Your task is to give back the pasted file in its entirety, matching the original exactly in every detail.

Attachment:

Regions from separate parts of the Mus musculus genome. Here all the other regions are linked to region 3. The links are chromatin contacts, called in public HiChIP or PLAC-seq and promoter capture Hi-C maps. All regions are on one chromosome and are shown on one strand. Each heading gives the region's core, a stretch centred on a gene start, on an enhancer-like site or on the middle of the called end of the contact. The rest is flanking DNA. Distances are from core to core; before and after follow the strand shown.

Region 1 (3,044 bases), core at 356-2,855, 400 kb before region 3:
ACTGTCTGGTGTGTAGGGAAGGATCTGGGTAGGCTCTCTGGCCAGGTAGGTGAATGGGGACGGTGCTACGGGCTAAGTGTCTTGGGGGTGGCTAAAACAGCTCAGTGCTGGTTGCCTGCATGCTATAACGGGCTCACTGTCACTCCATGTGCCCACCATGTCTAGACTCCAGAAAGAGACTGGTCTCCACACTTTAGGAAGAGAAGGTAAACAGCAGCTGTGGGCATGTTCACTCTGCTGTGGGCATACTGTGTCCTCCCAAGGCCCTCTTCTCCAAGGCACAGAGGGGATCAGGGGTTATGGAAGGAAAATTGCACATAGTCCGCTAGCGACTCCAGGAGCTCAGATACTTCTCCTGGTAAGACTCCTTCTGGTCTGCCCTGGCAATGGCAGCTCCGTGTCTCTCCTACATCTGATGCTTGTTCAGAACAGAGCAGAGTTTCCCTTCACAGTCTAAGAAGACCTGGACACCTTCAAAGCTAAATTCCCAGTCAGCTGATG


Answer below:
Regions from separate parts of the Mus musculus genome. Here all the other regions are linked to region 3. The links are chromatin contacts, called in public HiChIP or PLAC-seq and promoter capture Hi-C maps. All regions are on one chromosome and are shown on one strand. Each heading gives the region's core, a stretch centred on a gene start, on an enhancer-like site or on the middle of the called end of the contact. The rest is flanking DNA. Distances are from core to core; before and after follow the strand shown.

Region 1 (3,044 bases), core at 356-2,855, 400 kb before region 3:
ACTGTCTGGTGTGTAGGGAAGGATCTGGGTAGGCTCTCTGGCCAGGTAGGTGAATGGGGACGGTGCTACGGGCTAAGTGTCTTGGGGGTGGCTAAAACAGCTCAGTGCTGGTTGCCTGCATGCTATAACGGGCTCACTGTCACTCCATGTGCCCACCATGTCTAGACTCCAGAAAGAGACTGGTCTCCACACTTTAGGAAGAGAAGGTAAACAGCAGCTGTGGGCATGTTCACTCTGCTGTGGGCATACTGTGTCCTCCCAAGGCCCTCTTCTCCAAGGCACAGAGGGGATCAGGGGTTATGGAAGGAAAATTGCACATAGTCCGCTAGCGACTCCAGGAGCTCAGATACTTCTCCTGGTAAGACTCCTTCTGGTCTGCCCTGGCAATGGCAGCTCCGTGTCTCTCCTACATCTGATGCTTGTTCAGAACAGAGCAGAGTTTCCCTTCACAGTCTAAGAAGACCTGGACACCTTCAAAGCTAAATTCCCAGTCAGCTGATG